Forum for Science, Industry and Business

Sponsored by:     3M 
Search our Site:

 

Light to moderate exercise key to health in post-menopausal women

05.09.2005


Exercise is essential for reducing the risk of osteoporosis and heart disease in post-menopausal women. But too much exercise in pre-menopausal women may actually increase the risks. These claims will be made by Dr Karen Birch, Senior Lecturer in Exercise Physiology at the University of Leeds, during the BA Festival of Science in Dublin this week.



From puberty to the menopause, females cyclically produce the reproductive hormones oestrogen and progesterone. Research has now shown how these hormones interact with both health and physical activity.

Oestrogen is important because it protects against the development of both osteoporosis and cardiovascular disease. Light to moderate intensity physical activity enhances the beneficial effects of the reproductive hormones upon bone strength and the cardiovascular system (heart and blood vessels) and is associated with a decreased risk of disease and early death. In recent large scale studies people who are overweight (not obese), but physically active have been seen to have less risk of disease and disease-related death than those people who are normal weight but sedentary.


‘It is essential that women exercise moderately before and during the onset of menopause,’ argues Dr Birch. ‘Post-menopause, the loss of the hormone oestrogen results in a reversal of the protective effects. Women’s bone mineral density begins to decrease, their arteries begin to become stiffer, their cholesterol levels begin to rise and their risk of becoming diabetic increases. These physiological changes are much slower in women who participated in an active lifestyle prior to the menopause than in those who were inactive.’

However, any loss of exposure, for example by a delayed onset of menstruation or periods of time where menstruation ceases, can have a negative impact upon health. Both have been related to participation in high intensity or high volumes of physical activity. Recent research has indicated that this problem is a result of the body switching off menstruation when energy intake (from food) is less than energy expenditure (energy used in everyday activities and in physical activity). The consequence of high amounts of physical activity in these examples is a loss of fertility and a negative effect upon immediate and long term health.

‘The key seems to be to exercise in moderation, but to be sure to do some exercise,’ stressed Dr Birch.

The relationship between physical activity, reproductive hormones and health is further complicated by the impact of other sources of the hormone oestrogen. For example oestrogen compounds can be found in food sources, contraceptive the pill and hormone replacement therapy (HRT). Traditionally, HRT was seen as a hugely positive product for protecting against bone loss in post-menopausal women, but more recently, researchers have indicated the potential of HRT to increase the risk of both cardiovascular disease and breast cancer in women, and as such HRT is no longer used to protect against osteoporosis. In fact, the use of HRT has decreased significantly due to these problems.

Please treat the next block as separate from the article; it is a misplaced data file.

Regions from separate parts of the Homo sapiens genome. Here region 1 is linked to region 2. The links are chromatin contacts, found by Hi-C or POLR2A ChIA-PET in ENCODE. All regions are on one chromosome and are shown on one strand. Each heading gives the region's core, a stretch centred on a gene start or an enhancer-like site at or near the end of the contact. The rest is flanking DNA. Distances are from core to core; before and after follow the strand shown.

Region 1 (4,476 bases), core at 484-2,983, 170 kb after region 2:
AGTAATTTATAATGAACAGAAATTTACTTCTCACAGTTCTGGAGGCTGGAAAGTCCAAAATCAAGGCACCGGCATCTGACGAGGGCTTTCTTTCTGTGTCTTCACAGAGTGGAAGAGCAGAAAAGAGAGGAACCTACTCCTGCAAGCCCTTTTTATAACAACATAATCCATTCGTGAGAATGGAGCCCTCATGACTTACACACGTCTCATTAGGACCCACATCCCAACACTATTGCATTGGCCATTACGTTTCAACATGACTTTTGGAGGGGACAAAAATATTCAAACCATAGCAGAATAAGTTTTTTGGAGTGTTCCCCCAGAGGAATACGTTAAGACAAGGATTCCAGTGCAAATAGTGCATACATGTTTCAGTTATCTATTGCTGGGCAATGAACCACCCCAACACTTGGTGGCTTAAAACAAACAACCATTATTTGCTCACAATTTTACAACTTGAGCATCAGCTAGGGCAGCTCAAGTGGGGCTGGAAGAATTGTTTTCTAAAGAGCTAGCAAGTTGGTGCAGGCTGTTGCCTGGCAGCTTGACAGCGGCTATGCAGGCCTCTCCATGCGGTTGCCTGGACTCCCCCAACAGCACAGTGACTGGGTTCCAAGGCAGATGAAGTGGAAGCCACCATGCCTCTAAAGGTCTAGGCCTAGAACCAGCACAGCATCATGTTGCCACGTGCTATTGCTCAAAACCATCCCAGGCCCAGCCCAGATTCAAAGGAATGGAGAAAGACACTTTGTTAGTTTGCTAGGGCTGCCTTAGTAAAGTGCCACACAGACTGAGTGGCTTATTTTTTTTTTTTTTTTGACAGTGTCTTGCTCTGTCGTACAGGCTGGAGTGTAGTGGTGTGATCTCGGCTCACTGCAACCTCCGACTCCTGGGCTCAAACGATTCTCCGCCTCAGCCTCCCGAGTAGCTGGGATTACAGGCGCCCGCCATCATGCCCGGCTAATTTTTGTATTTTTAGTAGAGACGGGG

‘This work is very timely because levels of obesity are rising and HRT use is falling,’ says Dr Birch. ‘The effect of these two things for women is catastrophic to their health and well-being. If light-moderate intensity physical activity can reduce health risks by counteracting the effects of weight gain and loss of oestrogen an enormous hurdle can be jumped.’

Dr Birch’s talk is part of the event “Celebrity diets, obesity and hormones: what does science have to say?” on Thursday 8 September at the BA Festival of Science. Other talks during this event include:

“Diet and health: What’s in and what’s not!”

Dr Claire Mac Evilly, Nutrition Communications Manager at the Medical Research Council’s Human Nutrition Research Centre will warn that fad diets such as GI and Atkins are nothing more than a quick fix and actually encourage unhealthy eating habits. She will argue that in order for people to achieve long-term benefits, we need to look more closely at encouraging them to look at a variety of diet options and match them with their food preferences and lifestyles.

“Obesity: No laughing matter”

After hundreds of years of increasing life expectancy, through banishment of bubonic plague and smallpox, no world wars, discovery of antibiotics, state-of-the-art medical treatments, seat belts, and anti-smoking campaigns, childhood obesity will be solely responsible for the reduction of life expectancy, argues Dr David Haslam, Chair of the National Obesity Forum. Dr Haslam will say that celebrity diets are nothing new under the sun: the novel selling point is the celebrity, not the diet.